Intentional Living –  Why Why Why?

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After a couple of weeks attempting to focus on process as a cure for my ongoing lack of motivation to continue committing to my long term plan of less pain and better health, I have observed a few things. In particular I’ve noticed that having a process to follow does not automatically mean you are going to follow it. In fact, it just makes it more obvious that you’re failing miserably to follow that process.

This in itself is not a bad thing. By focusing on process you are immediately aware that you are not measuring up, as opposed to waiting until results day to find out.

I’ve also become aware of how I am failing to meet the requirements of my process and it’s led me to start thinking about addressing some of these areas. 

Most importantly, I’ve found that simply having a process to follow does not automatically create the motivation to follow it and that this is still the biggest barrier. This has led me to the conclusion that it’s all about the Why.

Why am I doing this? Why do I need to focus on process?

Without a strong Why for change I believe it’s easy for the part of our brain that prefers comfort, rest and a lack of discomfort of any kind to convince us that our need for change is much less urgent that our need to eat cookies, sleep or watch TV.

Early last year, when I realised that my lifestyle and weight gain was contributing to my then constant back pain I made the decision to do something about it. At that time, the pain I was in was motivating enough to lead to the loss of 8 kg (17.6 lbs) over the course of a year. While I did have setbacks during the year, I remained focused on my plan and my Why.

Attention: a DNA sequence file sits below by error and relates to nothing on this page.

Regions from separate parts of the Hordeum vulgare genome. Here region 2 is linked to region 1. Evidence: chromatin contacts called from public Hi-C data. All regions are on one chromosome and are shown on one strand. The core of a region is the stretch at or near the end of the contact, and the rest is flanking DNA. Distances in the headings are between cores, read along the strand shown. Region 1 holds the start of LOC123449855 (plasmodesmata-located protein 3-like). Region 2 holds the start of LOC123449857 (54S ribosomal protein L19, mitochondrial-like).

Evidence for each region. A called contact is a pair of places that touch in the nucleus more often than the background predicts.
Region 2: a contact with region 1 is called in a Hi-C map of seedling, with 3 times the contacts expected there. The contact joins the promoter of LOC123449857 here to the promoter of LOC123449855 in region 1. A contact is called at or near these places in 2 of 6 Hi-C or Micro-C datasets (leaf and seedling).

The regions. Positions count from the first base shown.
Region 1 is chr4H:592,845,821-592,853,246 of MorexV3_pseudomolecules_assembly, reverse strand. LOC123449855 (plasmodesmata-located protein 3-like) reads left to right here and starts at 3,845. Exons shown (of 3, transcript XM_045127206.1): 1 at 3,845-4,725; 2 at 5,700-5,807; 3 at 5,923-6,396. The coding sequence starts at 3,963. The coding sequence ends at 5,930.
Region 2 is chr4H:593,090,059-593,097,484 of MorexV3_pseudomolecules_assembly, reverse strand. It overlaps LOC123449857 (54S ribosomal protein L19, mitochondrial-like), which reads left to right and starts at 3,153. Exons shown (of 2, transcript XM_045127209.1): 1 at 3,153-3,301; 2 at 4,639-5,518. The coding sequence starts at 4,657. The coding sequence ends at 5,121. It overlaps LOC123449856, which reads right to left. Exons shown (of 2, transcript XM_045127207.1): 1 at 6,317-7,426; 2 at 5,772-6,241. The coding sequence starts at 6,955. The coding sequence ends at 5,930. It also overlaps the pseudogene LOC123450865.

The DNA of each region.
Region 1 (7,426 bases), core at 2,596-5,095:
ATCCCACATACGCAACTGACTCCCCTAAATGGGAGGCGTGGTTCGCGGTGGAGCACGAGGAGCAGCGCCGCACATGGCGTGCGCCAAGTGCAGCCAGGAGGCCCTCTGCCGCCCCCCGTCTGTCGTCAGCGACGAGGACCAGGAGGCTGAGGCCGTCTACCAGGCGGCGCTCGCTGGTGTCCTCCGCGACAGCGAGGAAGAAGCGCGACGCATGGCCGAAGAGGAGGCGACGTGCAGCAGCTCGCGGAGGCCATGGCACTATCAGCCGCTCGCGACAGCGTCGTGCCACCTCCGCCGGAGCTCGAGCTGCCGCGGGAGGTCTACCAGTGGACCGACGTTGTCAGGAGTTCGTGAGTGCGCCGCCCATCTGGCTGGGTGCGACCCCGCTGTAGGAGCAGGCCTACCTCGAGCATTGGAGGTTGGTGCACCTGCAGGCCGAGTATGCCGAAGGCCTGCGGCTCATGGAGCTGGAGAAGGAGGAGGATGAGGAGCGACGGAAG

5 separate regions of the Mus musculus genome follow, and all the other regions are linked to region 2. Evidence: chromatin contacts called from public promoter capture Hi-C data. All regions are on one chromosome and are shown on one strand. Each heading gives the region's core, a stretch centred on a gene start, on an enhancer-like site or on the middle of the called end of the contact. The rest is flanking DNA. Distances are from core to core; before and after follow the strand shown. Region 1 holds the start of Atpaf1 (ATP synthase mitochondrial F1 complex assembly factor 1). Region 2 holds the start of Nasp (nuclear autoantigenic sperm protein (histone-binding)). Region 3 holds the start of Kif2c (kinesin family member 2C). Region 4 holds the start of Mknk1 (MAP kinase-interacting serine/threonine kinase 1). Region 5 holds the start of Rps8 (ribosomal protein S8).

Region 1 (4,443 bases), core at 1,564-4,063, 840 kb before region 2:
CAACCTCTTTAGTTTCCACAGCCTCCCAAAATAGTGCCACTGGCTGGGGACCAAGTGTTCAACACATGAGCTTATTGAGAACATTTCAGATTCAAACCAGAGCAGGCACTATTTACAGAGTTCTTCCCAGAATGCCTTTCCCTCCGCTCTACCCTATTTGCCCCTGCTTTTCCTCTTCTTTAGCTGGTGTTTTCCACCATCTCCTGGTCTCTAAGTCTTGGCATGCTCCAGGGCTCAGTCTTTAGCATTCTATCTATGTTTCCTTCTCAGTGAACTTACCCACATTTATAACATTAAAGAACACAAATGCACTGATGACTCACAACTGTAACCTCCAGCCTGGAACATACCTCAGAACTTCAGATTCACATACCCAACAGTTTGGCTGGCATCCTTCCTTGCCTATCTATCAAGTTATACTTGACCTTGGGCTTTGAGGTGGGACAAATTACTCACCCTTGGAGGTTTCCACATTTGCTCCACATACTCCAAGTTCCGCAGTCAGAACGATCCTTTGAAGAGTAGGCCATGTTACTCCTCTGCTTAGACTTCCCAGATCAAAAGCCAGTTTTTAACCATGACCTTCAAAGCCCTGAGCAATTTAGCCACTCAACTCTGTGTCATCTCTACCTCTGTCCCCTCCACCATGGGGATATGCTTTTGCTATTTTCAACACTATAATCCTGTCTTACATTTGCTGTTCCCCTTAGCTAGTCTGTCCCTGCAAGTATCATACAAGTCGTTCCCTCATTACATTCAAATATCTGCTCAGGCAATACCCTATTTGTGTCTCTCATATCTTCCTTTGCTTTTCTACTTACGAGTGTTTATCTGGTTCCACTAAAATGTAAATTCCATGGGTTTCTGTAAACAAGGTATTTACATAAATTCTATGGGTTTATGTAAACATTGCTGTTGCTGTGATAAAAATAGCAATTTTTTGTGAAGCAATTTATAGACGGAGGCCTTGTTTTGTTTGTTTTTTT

I began to lose motivation over the holiday period. With a great deal of weight loss already under my belt, I began to relax. I had less pain and my Why started to recede into the background. I ate more, exercised less and sat on the couch more. Over the last few months, I’ve gained a few pounds and surprise surprise, my back and leg pain has returned with a vengeance.

So ironically my Why is now back.

The challenge now is to keep my Why in the forefront of my mind and find ways to remind myself when I get distracted or tired. Right now it’s easy due to constant discomfort. I worry however that in a few months I will begin to forget my Why again and the whole slide back into complacency will begin again.

I don’t yet have the solution for how I’m going to overcome this but I’ll definitely be reflecting on it over the next few months. If only we had a way of recording past pain like a video or photograph to reflect on later. Maybe I’ll start a pain journal to remind myself about how much pain takes over your life and prevents you from doing what you want to do. Maybe I’ll just convince a friend to poke me in the back with something sharp whenever I get too close to the ever present cake at work. Either way, I don’t want to come back to this place of pain again. As I’ve done in the past I’m taking some inspiration from Leo Babauta of zen habits and an inspiring article on why we have trouble sticking with our plans for change and how to overcome this.

I’m planning to not lose track of my Why this time.

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